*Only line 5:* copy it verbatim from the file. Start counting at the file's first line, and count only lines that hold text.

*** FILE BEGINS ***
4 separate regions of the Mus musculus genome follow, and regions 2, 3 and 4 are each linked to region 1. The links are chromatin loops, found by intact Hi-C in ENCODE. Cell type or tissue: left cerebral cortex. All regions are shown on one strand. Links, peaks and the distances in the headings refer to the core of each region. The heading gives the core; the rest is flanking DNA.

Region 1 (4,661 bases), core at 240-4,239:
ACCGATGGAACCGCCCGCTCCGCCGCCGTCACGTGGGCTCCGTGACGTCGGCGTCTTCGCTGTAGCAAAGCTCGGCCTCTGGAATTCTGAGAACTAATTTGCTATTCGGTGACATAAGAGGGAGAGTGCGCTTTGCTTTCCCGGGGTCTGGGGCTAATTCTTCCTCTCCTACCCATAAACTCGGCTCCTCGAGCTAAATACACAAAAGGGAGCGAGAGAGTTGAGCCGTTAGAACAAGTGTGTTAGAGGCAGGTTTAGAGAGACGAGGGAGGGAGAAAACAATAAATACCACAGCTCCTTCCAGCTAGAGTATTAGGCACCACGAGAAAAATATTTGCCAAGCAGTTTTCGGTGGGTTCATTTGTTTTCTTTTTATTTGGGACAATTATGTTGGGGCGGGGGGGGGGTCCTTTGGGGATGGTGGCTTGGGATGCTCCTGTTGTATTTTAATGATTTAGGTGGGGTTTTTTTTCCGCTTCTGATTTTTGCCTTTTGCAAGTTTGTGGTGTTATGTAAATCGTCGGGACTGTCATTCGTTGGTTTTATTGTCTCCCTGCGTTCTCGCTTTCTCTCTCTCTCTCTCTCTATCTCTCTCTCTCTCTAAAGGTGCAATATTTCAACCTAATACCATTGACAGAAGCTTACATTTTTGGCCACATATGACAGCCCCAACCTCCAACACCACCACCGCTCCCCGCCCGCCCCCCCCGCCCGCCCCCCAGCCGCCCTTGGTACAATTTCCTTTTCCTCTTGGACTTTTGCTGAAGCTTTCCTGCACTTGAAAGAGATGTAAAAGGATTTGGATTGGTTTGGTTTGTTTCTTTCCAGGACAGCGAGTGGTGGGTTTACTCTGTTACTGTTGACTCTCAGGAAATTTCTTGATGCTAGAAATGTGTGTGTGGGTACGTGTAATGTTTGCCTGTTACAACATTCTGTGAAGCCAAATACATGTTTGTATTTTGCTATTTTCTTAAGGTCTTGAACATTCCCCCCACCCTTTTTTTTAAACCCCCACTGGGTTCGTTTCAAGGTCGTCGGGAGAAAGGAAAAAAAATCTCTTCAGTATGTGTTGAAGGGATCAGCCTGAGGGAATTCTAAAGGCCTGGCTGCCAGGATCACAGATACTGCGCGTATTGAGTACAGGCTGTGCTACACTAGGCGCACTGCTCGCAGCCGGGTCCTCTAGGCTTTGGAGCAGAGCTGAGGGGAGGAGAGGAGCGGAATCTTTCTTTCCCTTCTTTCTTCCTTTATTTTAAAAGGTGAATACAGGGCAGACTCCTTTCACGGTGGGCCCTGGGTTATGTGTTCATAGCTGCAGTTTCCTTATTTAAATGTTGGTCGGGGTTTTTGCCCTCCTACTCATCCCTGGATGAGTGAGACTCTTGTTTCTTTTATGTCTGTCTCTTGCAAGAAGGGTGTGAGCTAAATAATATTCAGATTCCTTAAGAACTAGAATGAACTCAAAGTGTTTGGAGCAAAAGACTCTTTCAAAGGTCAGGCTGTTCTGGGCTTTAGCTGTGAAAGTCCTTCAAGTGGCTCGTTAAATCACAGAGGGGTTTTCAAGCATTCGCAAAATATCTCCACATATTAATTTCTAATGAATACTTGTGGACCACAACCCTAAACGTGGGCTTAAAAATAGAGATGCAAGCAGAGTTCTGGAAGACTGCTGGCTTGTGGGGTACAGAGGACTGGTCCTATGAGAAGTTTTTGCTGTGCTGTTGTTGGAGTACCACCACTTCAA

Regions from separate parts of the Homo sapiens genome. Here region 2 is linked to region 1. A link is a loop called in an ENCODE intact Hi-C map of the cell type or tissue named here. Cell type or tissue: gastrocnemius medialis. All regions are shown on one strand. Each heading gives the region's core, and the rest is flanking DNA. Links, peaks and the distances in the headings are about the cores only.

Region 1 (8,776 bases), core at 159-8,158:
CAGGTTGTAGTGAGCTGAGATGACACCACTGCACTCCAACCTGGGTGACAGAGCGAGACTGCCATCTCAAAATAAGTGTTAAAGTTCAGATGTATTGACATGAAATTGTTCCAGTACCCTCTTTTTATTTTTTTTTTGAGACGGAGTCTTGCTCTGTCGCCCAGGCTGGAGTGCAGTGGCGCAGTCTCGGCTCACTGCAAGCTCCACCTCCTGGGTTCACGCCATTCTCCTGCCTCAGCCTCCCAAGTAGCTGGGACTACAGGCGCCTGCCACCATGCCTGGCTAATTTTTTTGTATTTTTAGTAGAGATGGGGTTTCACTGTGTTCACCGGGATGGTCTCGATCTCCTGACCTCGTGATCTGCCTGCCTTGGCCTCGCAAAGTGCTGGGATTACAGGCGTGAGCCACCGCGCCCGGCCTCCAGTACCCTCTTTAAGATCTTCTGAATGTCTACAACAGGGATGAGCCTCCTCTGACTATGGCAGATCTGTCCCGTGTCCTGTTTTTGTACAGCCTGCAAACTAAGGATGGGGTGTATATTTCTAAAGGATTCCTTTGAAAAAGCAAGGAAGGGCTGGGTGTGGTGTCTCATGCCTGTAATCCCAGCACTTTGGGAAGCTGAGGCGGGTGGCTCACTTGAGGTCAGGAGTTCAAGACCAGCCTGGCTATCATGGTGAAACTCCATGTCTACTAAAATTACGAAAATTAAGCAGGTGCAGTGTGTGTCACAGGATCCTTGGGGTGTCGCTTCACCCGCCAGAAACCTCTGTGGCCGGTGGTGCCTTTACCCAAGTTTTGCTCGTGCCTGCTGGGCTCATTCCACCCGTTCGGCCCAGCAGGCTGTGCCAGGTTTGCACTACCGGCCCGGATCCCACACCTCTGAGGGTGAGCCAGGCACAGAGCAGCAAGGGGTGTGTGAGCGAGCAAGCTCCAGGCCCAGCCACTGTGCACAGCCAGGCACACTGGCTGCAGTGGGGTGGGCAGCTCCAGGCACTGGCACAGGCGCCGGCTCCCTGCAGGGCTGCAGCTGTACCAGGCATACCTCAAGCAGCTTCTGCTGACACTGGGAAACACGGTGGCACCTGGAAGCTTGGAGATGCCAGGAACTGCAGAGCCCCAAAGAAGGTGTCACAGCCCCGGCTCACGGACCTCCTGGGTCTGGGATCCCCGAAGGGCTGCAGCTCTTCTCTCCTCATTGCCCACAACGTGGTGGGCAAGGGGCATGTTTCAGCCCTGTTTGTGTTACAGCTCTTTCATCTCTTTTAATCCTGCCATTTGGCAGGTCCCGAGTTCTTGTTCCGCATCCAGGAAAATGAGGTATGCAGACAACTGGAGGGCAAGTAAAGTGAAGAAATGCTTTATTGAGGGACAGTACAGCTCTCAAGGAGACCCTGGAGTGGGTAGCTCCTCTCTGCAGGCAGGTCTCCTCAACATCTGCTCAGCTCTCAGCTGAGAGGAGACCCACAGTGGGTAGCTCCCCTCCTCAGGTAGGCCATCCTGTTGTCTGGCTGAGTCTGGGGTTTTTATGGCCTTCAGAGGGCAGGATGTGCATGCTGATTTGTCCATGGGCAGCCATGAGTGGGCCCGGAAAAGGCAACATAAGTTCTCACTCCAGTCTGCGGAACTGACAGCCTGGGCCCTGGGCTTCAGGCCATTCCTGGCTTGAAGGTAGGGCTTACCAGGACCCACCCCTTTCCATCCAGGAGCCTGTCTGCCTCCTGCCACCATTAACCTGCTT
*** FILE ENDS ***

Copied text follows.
Region 1 (8,776 bases), core at 159-8,158: